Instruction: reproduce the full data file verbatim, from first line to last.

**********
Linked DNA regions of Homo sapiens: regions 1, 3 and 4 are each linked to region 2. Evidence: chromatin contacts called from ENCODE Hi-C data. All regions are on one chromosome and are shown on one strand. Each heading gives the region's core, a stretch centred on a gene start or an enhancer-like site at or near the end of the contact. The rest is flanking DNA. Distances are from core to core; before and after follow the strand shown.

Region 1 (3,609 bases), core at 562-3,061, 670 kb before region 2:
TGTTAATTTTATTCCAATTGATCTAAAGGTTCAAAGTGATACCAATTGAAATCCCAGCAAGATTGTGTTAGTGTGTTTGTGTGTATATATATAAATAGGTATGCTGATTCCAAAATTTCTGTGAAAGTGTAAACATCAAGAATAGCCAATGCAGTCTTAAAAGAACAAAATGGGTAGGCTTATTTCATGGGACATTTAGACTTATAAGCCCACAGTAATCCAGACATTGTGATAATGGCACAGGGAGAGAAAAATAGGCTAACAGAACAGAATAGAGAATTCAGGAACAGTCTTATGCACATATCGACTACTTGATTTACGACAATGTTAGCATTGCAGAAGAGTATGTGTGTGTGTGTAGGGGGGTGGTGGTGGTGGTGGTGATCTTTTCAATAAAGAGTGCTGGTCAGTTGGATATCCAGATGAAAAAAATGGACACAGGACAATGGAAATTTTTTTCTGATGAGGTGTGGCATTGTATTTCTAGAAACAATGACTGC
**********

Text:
Linked DNA regions of Homo sapiens: regions 1, 3 and 4 are each linked to region 2. Evidence: chromatin contacts called from ENCODE Hi-C data. All regions are on one chromosome and are shown on one strand. Each heading gives the region's core, a stretch centred on a gene start or an enhancer-like site at or near the end of the contact. The rest is flanking DNA. Distances are from core to core; before and after follow the strand shown.

Region 1 (3,609 bases), core at 562-3,061, 670 kb before region 2:
TGTTAATTTTATTCCAATTGATCTAAAGGTTCAAAGTGATACCAATTGAAATCCCAGCAAGATTGTGTTAGTGTGTTTGTGTGTATATATATAAATAGGTATGCTGATTCCAAAATTTCTGTGAAAGTGTAAACATCAAGAATAGCCAATGCAGTCTTAAAAGAACAAAATGGGTAGGCTTATTTCATGGGACATTTAGACTTATAAGCCCACAGTAATCCAGACATTGTGATAATGGCACAGGGAGAGAAAAATAGGCTAACAGAACAGAATAGAGAATTCAGGAACAGTCTTATGCACATATCGACTACTTGATTTACGACAATGTTAGCATTGCAGAAGAGTATGTGTGTGTGTGTAGGGGGGTGGTGGTGGTGGTGGTGATCTTTTCAATAAAGAGTGCTGGTCAGTTGGATATCCAGATGAAAAAAATGGACACAGGACAATGGAAATTTTTTTCTGATGAGGTGTGGCATTGTATTTCTAGAAACAATGACTGC